Dave: Not as well, no, yeah, I knew who she was and I’d been introduced to her, but I didn’t know her nearly as well as her sister.
Ann: Well, unfortunately Winifred died quite young and she got the White House, so that’s how Bunny came to have that house, and then the next in line is Ely, Uncle Ely, not my husband, Ely, and he was kind of, (a) bad boy, and he was supposed to have the White House but he kept not paying his bills, and so Dr. Jelliffe took it away from him and gave it to Winifred, and so that’s the Wilkenings. And then Uncle Ely is a Jelliffe and so he had three sons, and all those three sons were adopted by my mother in law in summertime because they lived in New York City and so she took in David, Donald and Gordon, every summer, so there were those three boys and Ely and Dolf, five boys, off in the woods, doing horrible things, all the time. They had great adventures, rock climbing up cliffs and getting crowbars under rocks and making landslides and really exciting things like that but they were very companionable and they played a game called stinky boy where they ran around the house with pillows and threw them at each other, and then that’s Ely and then the next was Leeming, who was another boy, and he was graduating from medical school, Columbia Physicians and Surgeons and died in an accident, got in an accident, and so he at that time was, his wife was pregnant with John, Jack Jelliffe, was his offspring, born after Leeming had died, so that, that whole, that’s another Jelliffe that were not, they lived in Indianapolis and most of their early life was in Indianapolis, and after let’s see, John was about 7, well, young John was about seven when they first came here. They had five children, and they came from Indianapolis at Aunt Sylvia’s invitation to the Peter Pan, and fell in love with the Peter Pan, and that was the first of their life here, and they came every summer after that, and there are wonderful stories about the packing for that trip. Jack let everybody have a cardboard box they could fit in the car and that’s all they could have for packing, everything had to go into that cardboard box.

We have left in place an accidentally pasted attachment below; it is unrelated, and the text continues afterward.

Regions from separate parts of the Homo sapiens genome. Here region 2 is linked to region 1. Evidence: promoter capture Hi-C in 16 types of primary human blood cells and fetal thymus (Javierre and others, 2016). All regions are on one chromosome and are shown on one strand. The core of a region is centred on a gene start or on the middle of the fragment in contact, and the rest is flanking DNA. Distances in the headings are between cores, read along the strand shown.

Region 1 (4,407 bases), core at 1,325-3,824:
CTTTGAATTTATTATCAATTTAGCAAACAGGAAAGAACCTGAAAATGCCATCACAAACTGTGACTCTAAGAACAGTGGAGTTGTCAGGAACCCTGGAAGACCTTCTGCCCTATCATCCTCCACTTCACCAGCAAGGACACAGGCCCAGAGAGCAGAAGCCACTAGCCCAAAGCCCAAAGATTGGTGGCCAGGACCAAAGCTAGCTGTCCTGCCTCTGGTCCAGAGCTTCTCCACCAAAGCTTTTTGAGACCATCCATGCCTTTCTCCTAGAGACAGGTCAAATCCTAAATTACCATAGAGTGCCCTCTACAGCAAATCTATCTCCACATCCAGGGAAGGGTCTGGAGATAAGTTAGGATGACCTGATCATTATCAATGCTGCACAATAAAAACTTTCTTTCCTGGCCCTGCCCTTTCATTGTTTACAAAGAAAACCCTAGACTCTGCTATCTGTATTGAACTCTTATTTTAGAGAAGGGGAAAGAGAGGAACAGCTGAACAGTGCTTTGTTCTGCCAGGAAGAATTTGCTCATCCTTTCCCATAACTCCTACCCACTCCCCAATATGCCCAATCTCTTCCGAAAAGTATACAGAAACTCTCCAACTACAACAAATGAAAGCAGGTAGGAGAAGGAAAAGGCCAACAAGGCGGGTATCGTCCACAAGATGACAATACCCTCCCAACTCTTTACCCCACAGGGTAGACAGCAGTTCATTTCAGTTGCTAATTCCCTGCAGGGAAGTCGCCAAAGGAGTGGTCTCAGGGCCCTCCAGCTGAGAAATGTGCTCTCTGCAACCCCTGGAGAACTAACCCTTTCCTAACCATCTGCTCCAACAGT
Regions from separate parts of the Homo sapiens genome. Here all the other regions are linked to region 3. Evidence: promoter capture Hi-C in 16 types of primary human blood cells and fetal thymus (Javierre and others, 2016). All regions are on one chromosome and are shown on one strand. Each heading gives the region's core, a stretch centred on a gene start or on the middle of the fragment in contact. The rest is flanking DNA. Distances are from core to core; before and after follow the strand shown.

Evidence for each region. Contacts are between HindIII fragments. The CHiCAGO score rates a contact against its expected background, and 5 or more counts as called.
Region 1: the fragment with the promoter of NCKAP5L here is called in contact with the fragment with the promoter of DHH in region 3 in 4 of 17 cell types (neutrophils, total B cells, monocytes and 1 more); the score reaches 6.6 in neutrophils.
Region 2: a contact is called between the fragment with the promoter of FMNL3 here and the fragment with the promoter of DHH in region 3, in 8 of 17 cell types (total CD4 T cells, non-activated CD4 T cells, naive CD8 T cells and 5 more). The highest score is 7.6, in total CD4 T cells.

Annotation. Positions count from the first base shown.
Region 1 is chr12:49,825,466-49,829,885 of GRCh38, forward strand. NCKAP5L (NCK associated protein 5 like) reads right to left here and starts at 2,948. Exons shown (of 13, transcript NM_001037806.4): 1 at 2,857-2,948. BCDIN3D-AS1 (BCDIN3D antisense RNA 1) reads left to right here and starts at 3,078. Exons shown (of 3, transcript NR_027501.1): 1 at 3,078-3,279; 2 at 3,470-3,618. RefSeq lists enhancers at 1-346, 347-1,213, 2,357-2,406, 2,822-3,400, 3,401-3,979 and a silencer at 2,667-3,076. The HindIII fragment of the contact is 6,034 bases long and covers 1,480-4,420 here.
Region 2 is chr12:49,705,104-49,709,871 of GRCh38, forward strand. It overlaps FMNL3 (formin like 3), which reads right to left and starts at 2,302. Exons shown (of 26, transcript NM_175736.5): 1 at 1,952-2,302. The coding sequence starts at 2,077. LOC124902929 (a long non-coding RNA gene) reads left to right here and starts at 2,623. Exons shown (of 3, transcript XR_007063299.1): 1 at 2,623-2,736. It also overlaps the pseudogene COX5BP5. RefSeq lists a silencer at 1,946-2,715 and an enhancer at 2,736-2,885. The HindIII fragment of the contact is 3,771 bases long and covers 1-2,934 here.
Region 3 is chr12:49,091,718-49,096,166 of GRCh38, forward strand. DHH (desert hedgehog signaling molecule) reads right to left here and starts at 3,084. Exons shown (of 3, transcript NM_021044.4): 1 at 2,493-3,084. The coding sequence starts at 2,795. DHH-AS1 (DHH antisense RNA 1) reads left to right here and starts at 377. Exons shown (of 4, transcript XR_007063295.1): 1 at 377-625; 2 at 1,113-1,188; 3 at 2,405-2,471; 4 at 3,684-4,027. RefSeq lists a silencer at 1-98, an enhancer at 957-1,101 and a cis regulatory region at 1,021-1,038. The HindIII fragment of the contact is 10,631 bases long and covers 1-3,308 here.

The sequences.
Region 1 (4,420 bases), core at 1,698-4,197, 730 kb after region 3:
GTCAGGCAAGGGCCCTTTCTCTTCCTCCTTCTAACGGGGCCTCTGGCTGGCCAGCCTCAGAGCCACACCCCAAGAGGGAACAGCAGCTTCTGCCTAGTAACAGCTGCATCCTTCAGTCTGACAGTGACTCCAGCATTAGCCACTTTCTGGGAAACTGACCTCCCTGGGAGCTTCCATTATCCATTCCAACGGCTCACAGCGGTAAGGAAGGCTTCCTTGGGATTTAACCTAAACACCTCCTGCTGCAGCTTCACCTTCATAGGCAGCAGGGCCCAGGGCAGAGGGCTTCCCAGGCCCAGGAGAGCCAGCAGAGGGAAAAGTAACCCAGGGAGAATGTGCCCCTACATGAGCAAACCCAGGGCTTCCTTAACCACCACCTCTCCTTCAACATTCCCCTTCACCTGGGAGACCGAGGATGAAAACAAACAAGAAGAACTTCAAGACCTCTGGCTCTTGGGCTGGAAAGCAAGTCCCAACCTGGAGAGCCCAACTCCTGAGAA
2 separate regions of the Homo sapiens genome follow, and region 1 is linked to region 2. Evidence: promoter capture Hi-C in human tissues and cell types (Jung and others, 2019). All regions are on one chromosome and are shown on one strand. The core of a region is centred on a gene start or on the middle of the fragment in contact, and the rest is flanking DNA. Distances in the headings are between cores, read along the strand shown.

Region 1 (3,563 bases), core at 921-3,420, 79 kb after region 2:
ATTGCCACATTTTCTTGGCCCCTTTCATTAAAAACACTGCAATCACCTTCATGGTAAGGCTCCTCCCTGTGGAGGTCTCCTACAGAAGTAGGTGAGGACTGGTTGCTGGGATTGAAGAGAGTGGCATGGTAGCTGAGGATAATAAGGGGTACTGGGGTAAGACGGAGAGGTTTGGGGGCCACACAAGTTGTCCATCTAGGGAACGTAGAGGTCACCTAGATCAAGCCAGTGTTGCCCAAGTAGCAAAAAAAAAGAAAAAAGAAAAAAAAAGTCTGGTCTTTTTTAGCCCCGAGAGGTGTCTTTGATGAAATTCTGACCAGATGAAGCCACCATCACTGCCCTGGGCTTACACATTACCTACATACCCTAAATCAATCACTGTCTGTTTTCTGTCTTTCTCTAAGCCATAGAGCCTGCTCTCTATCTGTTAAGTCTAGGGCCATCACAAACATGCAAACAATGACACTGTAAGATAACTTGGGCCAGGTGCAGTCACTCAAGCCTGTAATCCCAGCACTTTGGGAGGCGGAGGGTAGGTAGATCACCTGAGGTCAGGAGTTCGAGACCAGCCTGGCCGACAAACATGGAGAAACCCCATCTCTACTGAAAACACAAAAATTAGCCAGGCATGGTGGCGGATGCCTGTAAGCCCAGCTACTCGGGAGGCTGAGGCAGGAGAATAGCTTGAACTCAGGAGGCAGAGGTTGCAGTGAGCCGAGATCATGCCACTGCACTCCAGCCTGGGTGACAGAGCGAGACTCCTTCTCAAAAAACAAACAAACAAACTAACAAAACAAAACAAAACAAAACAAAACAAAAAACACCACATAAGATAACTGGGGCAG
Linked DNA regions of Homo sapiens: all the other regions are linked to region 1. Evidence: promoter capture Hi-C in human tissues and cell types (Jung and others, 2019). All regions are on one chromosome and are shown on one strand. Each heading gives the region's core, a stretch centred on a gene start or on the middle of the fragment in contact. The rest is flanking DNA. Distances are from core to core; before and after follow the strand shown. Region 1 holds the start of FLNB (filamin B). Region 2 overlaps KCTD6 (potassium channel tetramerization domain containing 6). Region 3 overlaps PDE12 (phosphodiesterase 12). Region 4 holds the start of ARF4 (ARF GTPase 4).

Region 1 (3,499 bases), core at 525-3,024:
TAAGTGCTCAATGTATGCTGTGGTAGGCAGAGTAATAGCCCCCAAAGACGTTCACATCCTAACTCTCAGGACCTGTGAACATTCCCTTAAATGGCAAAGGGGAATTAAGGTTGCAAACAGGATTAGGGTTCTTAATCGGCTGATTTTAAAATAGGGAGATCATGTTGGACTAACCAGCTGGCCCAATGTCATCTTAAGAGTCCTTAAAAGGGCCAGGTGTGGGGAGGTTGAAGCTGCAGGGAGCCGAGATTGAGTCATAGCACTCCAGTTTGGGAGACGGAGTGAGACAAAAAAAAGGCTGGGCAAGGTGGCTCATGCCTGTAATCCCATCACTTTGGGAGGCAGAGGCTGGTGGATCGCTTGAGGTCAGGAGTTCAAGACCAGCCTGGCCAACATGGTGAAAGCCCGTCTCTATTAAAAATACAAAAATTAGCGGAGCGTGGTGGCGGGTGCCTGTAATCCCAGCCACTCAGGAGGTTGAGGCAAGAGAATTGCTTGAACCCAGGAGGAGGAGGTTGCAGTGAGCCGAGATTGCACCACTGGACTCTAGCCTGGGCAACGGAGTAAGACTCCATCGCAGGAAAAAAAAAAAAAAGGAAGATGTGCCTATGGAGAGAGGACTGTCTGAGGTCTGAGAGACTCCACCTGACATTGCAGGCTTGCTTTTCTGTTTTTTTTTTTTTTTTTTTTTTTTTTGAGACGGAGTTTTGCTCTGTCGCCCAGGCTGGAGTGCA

Dave: That’s a good idea.